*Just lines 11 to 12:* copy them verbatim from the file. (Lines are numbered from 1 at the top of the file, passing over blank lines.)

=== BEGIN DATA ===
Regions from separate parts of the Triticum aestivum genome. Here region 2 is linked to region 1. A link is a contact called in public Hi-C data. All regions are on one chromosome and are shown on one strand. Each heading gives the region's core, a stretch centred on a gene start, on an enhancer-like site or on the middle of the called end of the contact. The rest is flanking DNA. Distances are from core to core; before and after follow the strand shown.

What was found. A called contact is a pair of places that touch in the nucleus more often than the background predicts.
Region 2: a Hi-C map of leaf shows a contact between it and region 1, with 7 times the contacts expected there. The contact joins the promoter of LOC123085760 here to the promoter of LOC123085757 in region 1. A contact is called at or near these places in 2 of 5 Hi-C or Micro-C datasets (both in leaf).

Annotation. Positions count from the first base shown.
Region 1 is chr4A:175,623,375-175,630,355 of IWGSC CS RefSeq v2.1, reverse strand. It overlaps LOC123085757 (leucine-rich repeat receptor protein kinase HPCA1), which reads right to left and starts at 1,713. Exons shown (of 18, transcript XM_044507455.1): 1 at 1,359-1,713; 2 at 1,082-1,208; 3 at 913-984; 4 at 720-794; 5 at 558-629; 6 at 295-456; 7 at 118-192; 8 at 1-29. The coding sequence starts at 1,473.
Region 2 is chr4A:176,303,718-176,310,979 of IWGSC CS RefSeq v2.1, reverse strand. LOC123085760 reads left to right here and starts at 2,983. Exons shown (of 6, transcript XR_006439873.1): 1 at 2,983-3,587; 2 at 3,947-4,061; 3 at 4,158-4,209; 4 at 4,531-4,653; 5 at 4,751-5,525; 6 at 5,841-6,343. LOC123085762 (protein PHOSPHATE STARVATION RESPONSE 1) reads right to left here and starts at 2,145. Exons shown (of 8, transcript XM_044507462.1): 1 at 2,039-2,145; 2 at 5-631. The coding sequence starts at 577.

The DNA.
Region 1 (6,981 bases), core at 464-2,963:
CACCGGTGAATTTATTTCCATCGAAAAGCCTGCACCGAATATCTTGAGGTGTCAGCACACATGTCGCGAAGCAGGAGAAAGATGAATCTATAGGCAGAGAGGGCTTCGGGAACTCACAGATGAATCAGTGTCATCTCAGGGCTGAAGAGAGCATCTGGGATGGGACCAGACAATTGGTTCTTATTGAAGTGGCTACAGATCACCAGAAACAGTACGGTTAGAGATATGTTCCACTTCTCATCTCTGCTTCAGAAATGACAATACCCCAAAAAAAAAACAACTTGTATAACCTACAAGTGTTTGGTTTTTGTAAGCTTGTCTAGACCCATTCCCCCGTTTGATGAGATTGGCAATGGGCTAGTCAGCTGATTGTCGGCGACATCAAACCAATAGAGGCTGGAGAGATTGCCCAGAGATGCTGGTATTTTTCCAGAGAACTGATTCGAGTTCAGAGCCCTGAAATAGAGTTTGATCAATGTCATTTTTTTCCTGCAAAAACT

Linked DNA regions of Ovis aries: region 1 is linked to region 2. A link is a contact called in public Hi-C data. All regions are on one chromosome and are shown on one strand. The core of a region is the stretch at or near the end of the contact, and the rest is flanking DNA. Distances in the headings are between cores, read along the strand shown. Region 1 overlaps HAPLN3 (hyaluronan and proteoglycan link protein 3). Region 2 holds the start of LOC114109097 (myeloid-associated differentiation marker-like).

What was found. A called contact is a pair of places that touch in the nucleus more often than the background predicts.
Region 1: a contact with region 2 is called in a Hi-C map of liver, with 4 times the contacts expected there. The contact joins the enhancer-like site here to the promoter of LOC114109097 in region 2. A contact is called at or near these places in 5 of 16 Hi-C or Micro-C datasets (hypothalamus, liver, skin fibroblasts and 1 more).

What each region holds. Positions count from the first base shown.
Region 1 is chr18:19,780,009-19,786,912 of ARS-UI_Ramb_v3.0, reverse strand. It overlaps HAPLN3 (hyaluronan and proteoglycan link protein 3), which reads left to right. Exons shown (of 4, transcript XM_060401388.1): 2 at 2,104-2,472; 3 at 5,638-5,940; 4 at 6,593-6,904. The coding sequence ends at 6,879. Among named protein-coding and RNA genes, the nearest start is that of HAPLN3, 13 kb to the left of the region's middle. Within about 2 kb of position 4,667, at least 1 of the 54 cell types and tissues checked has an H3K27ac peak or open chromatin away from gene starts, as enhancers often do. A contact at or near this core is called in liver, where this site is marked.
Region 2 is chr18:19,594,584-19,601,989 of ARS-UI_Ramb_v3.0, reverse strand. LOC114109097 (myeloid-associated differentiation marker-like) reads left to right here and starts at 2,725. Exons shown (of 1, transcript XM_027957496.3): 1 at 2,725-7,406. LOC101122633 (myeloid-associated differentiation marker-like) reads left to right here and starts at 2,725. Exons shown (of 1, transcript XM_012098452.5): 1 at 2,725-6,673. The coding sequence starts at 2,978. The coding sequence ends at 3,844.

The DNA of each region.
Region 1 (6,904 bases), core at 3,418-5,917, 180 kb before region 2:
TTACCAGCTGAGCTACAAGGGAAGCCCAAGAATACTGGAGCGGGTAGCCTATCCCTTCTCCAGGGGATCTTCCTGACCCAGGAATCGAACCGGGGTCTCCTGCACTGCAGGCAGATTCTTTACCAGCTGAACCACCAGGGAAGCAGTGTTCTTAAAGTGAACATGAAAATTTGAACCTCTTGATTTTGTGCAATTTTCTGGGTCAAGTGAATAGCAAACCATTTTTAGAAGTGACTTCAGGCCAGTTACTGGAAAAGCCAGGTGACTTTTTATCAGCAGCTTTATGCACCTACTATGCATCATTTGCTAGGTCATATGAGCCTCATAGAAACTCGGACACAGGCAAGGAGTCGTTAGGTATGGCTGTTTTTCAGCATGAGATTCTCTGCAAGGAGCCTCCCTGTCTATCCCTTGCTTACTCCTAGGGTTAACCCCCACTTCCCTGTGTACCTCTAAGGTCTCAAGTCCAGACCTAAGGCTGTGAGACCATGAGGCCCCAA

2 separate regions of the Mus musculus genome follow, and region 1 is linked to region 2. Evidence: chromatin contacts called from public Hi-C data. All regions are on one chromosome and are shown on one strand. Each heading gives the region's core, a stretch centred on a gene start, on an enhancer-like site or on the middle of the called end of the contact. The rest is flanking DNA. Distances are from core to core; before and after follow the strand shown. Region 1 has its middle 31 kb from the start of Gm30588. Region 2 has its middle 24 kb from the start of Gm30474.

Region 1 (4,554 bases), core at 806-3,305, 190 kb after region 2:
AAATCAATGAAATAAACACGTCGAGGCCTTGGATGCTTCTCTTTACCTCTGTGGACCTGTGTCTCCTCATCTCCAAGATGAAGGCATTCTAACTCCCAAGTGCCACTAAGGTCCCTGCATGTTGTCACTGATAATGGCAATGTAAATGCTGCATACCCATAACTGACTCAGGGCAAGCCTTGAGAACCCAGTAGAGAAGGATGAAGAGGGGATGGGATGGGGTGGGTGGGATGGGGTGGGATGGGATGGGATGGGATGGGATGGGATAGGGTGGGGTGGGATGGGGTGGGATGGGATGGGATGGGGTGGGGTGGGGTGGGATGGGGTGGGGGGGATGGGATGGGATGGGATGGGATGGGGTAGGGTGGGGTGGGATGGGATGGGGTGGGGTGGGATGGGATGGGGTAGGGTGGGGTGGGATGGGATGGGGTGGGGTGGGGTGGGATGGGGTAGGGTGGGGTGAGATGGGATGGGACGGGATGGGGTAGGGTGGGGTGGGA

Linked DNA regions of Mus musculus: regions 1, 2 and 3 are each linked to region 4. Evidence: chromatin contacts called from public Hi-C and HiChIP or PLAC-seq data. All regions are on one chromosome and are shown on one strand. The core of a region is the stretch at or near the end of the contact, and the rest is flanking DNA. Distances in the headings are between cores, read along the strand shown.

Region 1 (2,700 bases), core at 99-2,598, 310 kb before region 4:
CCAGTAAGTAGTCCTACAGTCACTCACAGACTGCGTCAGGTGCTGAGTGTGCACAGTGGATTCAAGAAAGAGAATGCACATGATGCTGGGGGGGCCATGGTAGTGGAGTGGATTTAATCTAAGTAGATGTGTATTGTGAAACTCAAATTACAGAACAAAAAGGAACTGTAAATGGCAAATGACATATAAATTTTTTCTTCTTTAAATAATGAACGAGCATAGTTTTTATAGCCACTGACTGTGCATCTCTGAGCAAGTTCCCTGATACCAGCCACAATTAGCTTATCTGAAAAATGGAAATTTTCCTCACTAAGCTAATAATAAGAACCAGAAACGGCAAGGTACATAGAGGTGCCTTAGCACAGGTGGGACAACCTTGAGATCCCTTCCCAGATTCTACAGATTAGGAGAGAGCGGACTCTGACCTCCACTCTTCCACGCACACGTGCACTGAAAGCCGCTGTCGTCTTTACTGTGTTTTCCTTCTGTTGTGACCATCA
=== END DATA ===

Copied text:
What was found. A called contact is a pair of places that touch in the nucleus more often than the background predicts.
Region 1: a contact with region 2 is called in a Hi-C map of liver, with 4 times the contacts expected there. The contact joins the enhancer-like site here to the promoter of LOC114109097 in region 2. A contact is called at or near these places in 5 of 16 Hi-C or Micro-C datasets (hypothalamus, liver, skin fibroblasts and 1 more).